By Karin Mizgala, Co-Founder and CEO Money Coaches Canada
Being grateful has been shown to positively impact our lives. Our ability to experience and express gratitude influences our relationships, our emotional and physical health and even our careers. Yet, we also live in a culture that tells us we need more. This tension is never more obvious than during the Christmas season, with so much pressure for the “perfect” holiday.
If you’re struggling with your finances, worried about retirement or your children’s education needs, the expectations inherent to the holiday season can make you far more weary than grateful. Even if you’re doing well financially, there’s lots of temptation that can easily pull us off-track, create stress and foster regret.
Luckily, gratitude acts as a form of insurance against holiday-induced FOMO, unnecessary purchases and overspending.
Cultivating gratitude removes the pressure to keep up with the Jones’, buy the latest gadgets and perform the perfect holiday season. When we’re content with what we have, this keeps money in our pocket and maintains our sanity during the most stressful time of the year.
The Intangible Benefits of Gratitude
Gratitude prevents chasing the emotional high of new purchases
Driving a brand new car off the lot feels like the smoothest, most luxurious ride ever. But, the emotional high fades. It’s easy to forget just how smooth that suspension is once you’ve driven the car for several months. The same is true for buying stuff during the holidays—and the rest of the year. The more satisfied you are with what’s already yours, the less likely you’ll be to succumb to excessive indulgence when the mood strikes.
Gratitude is professionally magnetic
For independent consultants and entrepreneurs, expressing appreciation for an opportunity like a work referral or project goes a long way towards securing the next gig. Folks who know and feel you’re grateful for the work are inclined to give you more. Sending thank you cards and small tokens goes a long way towards building goodwill and social capital. It doesn’t need to break the bank—it’s the thought that counts.
Gratitude improves daily life
Choosing to dwell on positive moments and achievements allows minor slights to wash off your back while you remain relaxed, optimistic and resilient when new challenges crop up. Practicing gratitude also works to reverse a scarcity mindset which can inject an unnecessary layer of negative emotion to money. Regularly appreciating what we have removes the focus from money that’s not in our bank account, and allows more room for objectivity and positivity. Our outlook on money is similar to how we drive a car: we steer towards where we want to get to.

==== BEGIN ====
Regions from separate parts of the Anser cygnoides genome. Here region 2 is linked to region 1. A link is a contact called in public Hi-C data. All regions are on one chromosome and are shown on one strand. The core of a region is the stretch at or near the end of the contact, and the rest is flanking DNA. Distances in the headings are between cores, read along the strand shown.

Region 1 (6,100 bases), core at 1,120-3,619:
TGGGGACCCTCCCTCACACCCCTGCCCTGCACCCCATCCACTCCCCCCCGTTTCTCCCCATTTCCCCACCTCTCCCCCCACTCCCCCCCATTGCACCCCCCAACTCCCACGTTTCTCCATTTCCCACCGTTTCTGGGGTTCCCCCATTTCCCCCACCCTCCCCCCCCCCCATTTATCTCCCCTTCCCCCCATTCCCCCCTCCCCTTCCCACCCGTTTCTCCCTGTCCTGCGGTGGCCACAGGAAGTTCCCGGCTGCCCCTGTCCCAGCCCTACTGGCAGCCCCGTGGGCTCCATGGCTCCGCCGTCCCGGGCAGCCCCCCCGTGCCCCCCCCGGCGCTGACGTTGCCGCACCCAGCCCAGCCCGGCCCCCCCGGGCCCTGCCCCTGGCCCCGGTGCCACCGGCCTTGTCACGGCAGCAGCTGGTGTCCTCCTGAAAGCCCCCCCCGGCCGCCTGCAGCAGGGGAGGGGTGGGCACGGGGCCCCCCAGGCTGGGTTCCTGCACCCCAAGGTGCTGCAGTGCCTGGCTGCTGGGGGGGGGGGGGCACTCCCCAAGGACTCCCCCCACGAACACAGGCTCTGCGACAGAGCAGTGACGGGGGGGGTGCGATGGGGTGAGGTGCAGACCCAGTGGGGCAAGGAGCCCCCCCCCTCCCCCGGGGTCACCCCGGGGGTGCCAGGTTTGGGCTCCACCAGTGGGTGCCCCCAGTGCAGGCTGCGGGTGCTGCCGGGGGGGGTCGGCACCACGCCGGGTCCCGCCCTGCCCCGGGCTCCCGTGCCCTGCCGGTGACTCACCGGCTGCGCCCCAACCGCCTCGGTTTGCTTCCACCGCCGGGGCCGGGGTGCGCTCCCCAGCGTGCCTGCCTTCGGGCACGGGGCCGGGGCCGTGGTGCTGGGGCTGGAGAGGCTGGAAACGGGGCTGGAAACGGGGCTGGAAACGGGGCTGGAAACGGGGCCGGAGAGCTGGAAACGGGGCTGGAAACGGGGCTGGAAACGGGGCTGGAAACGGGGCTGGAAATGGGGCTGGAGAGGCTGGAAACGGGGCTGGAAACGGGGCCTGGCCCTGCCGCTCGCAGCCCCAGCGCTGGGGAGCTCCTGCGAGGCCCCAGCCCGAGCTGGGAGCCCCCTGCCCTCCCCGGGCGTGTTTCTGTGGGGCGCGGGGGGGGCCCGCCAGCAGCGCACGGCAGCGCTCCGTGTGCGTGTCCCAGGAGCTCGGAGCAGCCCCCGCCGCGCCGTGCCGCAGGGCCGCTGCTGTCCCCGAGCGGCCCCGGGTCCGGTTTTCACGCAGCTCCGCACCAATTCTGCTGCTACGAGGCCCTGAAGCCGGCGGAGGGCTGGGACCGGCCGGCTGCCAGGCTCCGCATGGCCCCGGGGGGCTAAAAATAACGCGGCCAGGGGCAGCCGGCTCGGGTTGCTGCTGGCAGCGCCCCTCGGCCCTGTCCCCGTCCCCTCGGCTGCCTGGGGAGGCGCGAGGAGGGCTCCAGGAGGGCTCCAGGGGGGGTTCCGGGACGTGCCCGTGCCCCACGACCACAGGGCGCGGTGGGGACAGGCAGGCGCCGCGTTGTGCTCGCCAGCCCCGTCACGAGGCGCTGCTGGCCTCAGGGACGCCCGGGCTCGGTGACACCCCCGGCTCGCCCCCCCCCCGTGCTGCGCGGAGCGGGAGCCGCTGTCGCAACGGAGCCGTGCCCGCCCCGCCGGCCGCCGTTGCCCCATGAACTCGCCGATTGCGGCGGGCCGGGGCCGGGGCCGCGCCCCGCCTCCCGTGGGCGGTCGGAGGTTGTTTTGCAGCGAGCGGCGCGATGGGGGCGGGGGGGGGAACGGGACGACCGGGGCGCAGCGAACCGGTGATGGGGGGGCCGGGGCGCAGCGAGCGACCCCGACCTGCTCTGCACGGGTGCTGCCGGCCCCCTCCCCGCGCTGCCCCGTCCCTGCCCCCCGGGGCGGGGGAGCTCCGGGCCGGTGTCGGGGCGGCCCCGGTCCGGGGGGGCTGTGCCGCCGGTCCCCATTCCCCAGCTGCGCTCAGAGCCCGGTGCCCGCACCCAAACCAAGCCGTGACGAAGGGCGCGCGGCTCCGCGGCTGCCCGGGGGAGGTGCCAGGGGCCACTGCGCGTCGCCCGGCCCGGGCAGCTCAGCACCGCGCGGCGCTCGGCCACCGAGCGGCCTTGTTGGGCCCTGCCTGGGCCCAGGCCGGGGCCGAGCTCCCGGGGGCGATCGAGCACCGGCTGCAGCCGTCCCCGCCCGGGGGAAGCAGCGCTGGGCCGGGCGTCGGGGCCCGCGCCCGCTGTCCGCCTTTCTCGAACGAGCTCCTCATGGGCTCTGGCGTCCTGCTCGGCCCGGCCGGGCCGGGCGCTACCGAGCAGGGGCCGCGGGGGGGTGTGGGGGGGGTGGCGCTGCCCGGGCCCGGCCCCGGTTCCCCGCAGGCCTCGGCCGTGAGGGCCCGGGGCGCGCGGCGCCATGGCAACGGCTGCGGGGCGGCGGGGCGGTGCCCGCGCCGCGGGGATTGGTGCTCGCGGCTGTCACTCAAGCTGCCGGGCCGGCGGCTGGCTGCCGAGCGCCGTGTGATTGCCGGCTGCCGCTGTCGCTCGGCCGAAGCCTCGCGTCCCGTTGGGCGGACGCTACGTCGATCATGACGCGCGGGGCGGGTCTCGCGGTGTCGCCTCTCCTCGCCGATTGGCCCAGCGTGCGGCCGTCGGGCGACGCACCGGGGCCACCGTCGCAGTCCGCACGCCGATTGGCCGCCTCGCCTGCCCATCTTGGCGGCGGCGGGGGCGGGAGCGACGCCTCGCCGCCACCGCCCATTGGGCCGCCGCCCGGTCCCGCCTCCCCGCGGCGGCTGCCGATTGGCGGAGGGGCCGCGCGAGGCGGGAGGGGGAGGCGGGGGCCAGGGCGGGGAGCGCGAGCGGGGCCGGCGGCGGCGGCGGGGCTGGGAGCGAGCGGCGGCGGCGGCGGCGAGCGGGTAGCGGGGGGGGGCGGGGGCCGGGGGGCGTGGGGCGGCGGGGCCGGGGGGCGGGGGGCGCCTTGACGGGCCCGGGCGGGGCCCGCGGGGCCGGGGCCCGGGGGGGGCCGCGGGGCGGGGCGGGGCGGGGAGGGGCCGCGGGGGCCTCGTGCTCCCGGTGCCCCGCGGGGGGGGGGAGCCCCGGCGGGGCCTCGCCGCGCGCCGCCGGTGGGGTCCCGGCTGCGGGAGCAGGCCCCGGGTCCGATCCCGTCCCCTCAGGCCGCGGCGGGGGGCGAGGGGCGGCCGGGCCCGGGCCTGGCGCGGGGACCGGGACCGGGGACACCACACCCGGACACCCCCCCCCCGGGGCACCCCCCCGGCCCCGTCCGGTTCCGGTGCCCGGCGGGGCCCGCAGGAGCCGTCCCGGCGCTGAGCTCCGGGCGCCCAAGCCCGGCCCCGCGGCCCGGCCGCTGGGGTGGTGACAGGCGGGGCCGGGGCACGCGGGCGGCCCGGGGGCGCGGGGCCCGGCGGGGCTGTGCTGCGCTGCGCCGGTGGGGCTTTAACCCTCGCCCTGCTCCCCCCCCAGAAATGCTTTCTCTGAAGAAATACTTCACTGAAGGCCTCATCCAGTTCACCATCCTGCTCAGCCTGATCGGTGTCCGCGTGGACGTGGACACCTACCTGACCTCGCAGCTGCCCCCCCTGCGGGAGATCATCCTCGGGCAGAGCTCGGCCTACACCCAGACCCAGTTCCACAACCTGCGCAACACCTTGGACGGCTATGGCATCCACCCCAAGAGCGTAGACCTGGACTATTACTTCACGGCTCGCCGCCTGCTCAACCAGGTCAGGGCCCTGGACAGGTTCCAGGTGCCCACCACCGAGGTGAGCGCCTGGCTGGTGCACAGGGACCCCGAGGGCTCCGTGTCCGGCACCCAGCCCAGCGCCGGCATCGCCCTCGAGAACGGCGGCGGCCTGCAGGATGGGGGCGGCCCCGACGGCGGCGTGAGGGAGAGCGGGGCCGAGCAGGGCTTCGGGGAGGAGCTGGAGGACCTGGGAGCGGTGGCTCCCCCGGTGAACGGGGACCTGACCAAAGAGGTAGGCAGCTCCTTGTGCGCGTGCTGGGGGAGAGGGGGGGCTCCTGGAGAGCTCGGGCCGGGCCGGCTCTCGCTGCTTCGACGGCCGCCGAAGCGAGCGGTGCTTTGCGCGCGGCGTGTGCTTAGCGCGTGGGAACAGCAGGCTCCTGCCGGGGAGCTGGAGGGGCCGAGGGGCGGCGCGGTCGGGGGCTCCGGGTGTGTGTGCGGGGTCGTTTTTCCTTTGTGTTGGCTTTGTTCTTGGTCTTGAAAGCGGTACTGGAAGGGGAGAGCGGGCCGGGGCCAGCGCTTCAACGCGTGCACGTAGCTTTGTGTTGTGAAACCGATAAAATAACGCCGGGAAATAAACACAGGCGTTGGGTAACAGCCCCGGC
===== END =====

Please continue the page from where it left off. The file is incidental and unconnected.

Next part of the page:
The Action Plan
Taking a cue from Pavlov, we can train ourselves to cultivate gratitude and seek out the positive. I know some of the pessimists and cynics might be rolling their eyes now, but gratitude does make you feel better. Habits are habitual, so try incorporating gratitude as a daily practice and see how you feel. Don’t worry if you forget a few times (I know I need reminders!) —that’s normal when beginning a new routine.
Here are some practical ways to cultivate gratitude throughout your day:
- Start a gratitude journal and jot down 2-3 items each day
- Meditate on daily moments of appreciation
- Throughout the day pause and reflect on positive moments
- Use a notebook or keep an accomplishment list on your phone
When you add something to your list, take a moment to appreciate the opportunities, circumstances or people that supported you. Nothing succeeds like success.
When it comes to gratitude, size doesn’t matter
You can practice gratitude on your daily commute, during your workout, while you walk your dog or as you brush your teeth. Think of one or two things you are grateful for and why. They don’t have to be big things; noticing the small things in your life makes you more attentive to all the good surrounding you. Try to come up with new items every day.
No matter how silly or insignificant it may feel, share your gratitude. That means when you’re performing your gratitude ritual and find yourself appreciative of something a family member, friend, or co-worker did, let them know that their actions are appreciated—especially for the little things. Mentioning to a neighbor how much you appreciate their Christmas lights will do the trick and make you both feel great.
Thank you to our clients, staff, readers and the entire Money Coach network. We’re grateful to be part of such a supportive, creative and genuine community. We’re looking forward to another year together.
Need any last minute money questions answered before the holidays? We’re here to help.